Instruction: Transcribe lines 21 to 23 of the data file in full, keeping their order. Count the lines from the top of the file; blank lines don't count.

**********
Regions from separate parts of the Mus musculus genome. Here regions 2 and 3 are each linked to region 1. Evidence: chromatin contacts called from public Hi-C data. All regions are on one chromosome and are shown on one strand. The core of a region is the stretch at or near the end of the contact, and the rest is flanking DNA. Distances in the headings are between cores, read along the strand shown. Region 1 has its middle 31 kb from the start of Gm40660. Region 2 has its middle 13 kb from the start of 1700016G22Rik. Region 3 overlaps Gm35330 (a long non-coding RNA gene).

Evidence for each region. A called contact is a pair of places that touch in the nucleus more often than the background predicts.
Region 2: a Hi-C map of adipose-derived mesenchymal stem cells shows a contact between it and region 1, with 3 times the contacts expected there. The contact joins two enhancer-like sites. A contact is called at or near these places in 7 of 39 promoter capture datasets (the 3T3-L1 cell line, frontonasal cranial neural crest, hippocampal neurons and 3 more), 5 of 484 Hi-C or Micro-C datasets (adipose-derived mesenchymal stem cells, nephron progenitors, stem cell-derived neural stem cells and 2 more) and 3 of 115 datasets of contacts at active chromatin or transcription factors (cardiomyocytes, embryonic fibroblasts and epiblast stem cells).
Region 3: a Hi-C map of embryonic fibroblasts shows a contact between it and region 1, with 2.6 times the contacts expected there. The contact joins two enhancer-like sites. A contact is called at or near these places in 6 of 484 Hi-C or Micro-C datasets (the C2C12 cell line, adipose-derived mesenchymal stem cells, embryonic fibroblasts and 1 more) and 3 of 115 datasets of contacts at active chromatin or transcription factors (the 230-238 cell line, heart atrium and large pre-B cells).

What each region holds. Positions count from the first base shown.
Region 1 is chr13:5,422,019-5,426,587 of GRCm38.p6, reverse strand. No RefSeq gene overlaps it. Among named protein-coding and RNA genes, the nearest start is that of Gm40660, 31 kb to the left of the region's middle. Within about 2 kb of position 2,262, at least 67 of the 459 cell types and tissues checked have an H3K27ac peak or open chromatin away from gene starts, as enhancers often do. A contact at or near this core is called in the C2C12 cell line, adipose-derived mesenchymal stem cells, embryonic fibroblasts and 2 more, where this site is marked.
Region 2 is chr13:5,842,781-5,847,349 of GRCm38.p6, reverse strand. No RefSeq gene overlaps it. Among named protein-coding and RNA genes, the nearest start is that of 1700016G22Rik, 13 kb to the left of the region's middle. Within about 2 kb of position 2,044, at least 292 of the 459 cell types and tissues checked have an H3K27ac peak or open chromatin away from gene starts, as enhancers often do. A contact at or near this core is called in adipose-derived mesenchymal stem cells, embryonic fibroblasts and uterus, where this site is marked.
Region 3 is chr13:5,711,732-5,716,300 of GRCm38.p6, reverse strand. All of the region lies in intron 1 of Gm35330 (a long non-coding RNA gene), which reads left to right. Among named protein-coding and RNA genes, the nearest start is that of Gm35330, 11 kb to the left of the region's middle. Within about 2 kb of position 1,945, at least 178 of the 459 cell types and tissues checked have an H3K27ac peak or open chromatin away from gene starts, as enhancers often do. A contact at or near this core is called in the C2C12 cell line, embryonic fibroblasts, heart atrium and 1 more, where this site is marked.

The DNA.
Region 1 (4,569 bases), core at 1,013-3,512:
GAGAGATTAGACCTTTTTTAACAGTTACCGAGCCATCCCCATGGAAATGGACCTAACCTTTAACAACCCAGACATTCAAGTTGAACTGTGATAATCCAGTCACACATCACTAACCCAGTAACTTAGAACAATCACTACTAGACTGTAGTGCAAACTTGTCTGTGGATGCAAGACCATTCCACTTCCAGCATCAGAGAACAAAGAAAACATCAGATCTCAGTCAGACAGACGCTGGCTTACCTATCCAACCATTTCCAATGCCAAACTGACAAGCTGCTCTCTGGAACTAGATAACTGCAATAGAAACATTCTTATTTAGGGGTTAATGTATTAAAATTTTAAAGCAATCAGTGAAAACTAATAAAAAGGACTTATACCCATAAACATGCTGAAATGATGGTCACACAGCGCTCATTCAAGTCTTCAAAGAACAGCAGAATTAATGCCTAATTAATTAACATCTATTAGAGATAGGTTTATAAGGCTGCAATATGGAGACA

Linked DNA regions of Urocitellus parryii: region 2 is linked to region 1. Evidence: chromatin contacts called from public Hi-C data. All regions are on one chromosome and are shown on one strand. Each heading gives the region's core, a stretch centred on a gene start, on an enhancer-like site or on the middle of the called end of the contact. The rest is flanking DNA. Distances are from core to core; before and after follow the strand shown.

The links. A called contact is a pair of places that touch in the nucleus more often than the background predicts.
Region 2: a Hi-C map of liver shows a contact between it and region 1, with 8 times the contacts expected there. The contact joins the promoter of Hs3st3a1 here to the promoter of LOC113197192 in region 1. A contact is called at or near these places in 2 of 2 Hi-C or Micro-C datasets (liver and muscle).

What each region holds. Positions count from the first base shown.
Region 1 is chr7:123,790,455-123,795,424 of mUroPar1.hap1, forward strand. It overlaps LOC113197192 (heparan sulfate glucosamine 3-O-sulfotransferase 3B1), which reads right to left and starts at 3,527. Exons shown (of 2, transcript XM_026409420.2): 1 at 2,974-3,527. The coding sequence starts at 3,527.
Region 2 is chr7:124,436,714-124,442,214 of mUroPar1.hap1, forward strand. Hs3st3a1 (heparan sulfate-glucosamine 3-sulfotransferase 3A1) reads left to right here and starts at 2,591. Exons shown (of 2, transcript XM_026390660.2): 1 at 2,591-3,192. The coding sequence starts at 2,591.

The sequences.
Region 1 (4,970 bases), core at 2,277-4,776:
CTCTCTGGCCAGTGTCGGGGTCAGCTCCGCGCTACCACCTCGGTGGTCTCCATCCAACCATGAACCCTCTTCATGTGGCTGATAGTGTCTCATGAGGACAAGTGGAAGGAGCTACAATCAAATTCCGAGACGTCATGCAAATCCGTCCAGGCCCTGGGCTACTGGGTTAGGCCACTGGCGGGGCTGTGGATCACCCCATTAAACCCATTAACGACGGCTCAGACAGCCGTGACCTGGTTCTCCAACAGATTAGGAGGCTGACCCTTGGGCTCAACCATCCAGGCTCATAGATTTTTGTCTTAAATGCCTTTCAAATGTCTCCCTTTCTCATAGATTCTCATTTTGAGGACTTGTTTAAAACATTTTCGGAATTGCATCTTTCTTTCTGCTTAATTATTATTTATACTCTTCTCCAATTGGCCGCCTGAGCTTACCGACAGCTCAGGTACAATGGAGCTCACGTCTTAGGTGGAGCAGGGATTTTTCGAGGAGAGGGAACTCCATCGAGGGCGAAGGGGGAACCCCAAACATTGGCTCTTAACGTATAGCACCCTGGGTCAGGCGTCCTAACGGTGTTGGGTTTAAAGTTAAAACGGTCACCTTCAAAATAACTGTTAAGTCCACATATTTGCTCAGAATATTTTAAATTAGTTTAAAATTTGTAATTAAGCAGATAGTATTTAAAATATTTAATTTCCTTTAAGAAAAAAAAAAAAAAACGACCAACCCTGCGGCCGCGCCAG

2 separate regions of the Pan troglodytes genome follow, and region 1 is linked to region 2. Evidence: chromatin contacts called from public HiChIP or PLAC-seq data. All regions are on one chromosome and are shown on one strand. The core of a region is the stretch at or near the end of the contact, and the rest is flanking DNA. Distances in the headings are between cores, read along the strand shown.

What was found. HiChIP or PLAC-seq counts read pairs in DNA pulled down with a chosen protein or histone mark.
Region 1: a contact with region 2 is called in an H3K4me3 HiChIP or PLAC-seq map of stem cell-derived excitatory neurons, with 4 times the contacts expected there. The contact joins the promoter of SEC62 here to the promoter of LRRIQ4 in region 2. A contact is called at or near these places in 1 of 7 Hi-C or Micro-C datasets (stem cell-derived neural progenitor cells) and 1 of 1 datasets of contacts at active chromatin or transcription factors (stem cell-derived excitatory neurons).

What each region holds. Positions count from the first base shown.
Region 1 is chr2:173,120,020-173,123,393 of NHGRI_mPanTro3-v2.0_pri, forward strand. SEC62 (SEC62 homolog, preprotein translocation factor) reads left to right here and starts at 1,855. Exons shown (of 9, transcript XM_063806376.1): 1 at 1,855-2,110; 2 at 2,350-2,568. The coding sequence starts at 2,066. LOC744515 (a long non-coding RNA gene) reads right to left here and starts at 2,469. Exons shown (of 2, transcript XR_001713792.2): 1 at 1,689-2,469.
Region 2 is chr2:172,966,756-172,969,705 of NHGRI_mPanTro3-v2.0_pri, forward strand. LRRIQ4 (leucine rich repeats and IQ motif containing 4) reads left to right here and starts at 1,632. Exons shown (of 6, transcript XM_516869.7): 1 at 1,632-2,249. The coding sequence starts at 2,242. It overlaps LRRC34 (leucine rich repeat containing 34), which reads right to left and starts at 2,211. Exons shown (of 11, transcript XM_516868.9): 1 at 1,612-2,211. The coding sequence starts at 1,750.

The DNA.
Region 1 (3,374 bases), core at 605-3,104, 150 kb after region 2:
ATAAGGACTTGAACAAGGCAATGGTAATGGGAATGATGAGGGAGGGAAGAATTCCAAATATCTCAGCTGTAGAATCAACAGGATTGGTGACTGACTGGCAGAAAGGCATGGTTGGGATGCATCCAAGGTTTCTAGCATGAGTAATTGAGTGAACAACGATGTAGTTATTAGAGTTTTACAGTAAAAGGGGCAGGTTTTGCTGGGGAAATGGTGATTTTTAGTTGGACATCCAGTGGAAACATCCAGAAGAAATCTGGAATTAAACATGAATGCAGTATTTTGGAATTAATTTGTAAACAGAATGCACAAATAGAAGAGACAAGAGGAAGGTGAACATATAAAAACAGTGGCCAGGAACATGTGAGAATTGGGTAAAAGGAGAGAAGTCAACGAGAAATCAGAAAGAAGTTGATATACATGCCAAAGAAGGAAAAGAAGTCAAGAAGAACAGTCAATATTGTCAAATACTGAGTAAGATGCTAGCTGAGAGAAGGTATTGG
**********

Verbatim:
2 separate regions of the Pan troglodytes genome follow, and region 1 is linked to region 2. Evidence: chromatin contacts called from public HiChIP or PLAC-seq data. All regions are on one chromosome and are shown on one strand. The core of a region is the stretch at or near the end of the contact, and the rest is flanking DNA. Distances in the headings are between cores, read along the strand shown.

What was found. HiChIP or PLAC-seq counts read pairs in DNA pulled down with a chosen protein or histone mark.
Region 1: a contact with region 2 is called in an H3K4me3 HiChIP or PLAC-seq map of stem cell-derived excitatory neurons, with 4 times the contacts expected there. The contact joins the promoter of SEC62 here to the promoter of LRRIQ4 in region 2. A contact is called at or near these places in 1 of 7 Hi-C or Micro-C datasets (stem cell-derived neural progenitor cells) and 1 of 1 datasets of contacts at active chromatin or transcription factors (stem cell-derived excitatory neurons).